Historians Suellen Cheng and Dr. Munson A. Kwok discuss the resilience, persistence, and even inventiveness of Chinese-Americans in joining Southwestern and American society. The Chinese reached New Mexico by the 1880’s, laying the rail of the ATSF and following it to settle during the harsh era initiated by the 1882 Chinese Exclusion Act. These pioneers endured not only common economic survival challenges but also social and political ostracization and responded by launching a civil rights movement, including establishing the Chinese American Citizens Alliance.
Historian Suellen Cheng was the Museum Director at City of Los Angeles El Pueblo de Los Angeles Historical Monument prior to her retirement. Over three decades, she has devoted time developing The Chinese American Museum in fulfilling its mission to serve and share the rich history, heritage, and culture of the Chinese Americans in the United States. She enjoys working as community volunteer and has served on many organizations including the Chinese Historical Society of Southern California, Los Angeles City Historical Society, Las Angelitas del Pueblo, Southwest Oral History Association, 1882 Foundation, and currently serves as the National Historian of the Chinese American Citizens Alliance.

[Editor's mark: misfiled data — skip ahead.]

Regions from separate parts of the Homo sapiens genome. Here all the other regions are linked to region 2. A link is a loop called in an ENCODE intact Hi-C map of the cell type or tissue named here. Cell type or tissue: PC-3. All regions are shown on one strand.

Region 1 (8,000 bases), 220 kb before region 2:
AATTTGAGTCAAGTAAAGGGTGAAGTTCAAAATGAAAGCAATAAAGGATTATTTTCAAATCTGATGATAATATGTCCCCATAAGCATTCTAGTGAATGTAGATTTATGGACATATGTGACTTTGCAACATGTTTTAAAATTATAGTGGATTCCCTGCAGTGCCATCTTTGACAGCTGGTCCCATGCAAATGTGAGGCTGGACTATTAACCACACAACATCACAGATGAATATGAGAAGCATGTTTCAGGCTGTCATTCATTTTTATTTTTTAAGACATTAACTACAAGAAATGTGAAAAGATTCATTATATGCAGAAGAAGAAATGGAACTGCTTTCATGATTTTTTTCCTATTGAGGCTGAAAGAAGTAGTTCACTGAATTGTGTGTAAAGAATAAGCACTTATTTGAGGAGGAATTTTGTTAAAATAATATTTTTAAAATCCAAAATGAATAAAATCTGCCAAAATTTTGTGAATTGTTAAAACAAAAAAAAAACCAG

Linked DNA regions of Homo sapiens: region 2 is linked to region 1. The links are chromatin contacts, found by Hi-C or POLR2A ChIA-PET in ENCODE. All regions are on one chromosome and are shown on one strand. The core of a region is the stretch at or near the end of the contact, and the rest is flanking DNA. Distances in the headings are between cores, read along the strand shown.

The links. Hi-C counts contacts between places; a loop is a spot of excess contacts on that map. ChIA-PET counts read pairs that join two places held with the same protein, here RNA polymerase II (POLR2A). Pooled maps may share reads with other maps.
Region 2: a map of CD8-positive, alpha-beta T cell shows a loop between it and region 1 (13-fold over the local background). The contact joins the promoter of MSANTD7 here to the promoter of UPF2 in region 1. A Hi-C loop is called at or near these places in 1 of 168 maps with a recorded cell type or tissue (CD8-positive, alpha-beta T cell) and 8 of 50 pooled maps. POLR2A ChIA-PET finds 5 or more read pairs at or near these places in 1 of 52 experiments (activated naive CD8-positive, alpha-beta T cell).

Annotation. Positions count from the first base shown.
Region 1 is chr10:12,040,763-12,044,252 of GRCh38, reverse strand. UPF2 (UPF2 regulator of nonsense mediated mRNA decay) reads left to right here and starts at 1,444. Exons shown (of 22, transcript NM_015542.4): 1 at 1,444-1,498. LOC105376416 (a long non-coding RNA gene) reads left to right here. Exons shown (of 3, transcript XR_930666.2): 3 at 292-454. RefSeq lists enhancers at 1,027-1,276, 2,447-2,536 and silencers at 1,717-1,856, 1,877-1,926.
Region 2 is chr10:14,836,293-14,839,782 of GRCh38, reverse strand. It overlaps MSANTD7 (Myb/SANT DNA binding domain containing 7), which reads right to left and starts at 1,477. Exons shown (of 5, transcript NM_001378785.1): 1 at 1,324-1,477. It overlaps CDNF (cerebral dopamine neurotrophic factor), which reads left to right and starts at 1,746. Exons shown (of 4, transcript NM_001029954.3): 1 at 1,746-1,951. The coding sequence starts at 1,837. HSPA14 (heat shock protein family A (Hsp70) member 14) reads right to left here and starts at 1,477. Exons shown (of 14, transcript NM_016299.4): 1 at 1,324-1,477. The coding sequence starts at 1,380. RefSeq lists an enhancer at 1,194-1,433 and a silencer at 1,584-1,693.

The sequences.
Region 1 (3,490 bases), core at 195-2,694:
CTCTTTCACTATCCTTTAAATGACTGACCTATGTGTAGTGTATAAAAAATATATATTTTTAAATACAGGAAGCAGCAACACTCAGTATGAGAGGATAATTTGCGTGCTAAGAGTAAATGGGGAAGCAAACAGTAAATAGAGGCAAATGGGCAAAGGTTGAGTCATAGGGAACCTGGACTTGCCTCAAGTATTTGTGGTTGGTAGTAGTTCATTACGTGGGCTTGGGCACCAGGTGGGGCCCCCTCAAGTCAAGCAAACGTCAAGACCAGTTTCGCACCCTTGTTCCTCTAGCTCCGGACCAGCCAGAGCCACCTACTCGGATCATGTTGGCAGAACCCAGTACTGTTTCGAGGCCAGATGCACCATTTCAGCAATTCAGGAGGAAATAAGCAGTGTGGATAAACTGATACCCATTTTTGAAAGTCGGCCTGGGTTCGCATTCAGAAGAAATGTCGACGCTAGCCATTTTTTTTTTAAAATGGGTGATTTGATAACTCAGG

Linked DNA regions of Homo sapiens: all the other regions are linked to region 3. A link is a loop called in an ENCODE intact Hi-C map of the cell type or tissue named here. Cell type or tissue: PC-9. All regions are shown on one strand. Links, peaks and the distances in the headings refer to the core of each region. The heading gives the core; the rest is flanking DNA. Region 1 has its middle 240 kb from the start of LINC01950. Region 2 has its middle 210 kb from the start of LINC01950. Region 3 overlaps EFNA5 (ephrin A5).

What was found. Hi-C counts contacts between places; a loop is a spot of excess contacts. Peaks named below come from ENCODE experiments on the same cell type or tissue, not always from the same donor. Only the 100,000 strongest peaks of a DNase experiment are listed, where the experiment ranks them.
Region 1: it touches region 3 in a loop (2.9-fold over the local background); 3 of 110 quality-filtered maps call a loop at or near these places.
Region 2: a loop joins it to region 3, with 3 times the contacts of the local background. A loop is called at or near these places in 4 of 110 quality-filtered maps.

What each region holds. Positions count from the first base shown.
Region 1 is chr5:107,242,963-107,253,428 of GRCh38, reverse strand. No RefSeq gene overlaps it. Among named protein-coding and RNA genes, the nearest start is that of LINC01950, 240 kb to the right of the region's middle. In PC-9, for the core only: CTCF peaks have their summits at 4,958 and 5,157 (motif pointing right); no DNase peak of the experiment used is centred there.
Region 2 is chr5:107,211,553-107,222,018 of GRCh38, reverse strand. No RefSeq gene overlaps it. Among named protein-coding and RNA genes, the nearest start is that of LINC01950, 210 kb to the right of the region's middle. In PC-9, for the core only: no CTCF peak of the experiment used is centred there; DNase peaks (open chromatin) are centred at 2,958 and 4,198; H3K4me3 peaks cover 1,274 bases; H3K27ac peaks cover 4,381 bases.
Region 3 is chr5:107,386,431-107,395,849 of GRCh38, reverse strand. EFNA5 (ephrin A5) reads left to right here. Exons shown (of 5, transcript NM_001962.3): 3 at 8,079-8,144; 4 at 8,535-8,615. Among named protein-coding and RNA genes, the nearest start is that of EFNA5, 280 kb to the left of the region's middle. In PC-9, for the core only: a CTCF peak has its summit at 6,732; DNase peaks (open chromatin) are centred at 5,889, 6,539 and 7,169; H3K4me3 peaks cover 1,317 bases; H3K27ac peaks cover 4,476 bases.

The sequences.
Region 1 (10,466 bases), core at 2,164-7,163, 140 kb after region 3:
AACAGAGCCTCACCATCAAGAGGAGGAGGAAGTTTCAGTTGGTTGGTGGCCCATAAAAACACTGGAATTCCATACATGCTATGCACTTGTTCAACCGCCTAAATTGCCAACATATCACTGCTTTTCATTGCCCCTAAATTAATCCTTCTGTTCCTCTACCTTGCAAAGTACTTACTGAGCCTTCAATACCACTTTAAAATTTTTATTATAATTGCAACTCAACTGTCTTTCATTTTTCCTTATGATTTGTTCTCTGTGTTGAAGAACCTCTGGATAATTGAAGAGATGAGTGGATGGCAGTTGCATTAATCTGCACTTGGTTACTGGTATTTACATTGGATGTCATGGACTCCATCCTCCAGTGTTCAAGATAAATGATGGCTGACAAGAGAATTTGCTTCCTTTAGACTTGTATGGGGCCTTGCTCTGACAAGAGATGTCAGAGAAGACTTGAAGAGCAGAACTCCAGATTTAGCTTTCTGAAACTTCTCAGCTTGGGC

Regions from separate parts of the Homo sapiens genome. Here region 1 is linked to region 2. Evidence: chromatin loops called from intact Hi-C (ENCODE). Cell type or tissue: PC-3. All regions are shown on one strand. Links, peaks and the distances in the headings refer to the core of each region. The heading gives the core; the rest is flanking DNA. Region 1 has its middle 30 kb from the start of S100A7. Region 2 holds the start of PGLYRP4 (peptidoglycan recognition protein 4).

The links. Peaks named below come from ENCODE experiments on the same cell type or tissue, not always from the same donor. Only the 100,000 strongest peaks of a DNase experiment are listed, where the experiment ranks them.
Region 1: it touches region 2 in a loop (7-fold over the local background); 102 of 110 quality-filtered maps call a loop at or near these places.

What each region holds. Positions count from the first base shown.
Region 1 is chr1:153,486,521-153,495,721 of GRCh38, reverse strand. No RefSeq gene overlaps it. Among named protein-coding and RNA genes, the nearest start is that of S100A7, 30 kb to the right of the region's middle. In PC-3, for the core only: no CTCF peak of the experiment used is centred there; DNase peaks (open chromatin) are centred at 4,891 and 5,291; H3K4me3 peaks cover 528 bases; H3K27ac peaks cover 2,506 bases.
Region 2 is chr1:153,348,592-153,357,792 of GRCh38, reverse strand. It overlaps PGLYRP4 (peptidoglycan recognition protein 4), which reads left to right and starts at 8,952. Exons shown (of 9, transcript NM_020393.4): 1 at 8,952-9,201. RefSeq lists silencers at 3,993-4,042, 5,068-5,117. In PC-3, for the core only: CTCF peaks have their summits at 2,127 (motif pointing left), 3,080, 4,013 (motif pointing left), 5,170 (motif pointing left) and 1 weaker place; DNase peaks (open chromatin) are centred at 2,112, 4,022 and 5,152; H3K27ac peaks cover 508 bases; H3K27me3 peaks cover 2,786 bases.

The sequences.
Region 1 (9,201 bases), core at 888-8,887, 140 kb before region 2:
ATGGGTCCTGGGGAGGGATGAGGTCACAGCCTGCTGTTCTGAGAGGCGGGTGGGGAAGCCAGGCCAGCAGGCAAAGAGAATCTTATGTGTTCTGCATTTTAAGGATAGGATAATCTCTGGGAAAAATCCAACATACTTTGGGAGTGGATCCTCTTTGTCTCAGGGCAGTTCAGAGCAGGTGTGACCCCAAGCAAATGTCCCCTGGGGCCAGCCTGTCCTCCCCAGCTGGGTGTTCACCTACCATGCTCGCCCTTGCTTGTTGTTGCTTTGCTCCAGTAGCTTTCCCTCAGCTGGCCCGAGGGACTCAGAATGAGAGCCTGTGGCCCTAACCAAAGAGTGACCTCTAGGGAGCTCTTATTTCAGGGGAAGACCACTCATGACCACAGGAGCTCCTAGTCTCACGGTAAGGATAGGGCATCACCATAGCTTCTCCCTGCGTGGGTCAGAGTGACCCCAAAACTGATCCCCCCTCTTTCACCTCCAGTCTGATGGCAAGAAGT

Dr. Munson A. Kwok has volunteered in the Chinese American community for over 40 years, besides the 45 years spent in space technology and high energy laser research. He has also served on over 15 nonprofit boards and key committees. Munson has worked in many history programs including the Chinese American Museum, Chinese Historical Society of Southern California, and Asian Pacific Islanders in Historic Preservation. Previously, he served as the National President of the Chinese American Citizens Alliance, an important civil and immigrant rights organization, and remains on its National Board. Currently he is documenting “unknown” California Chinese historical sites and composing the “prequel” to the history of the Alliance.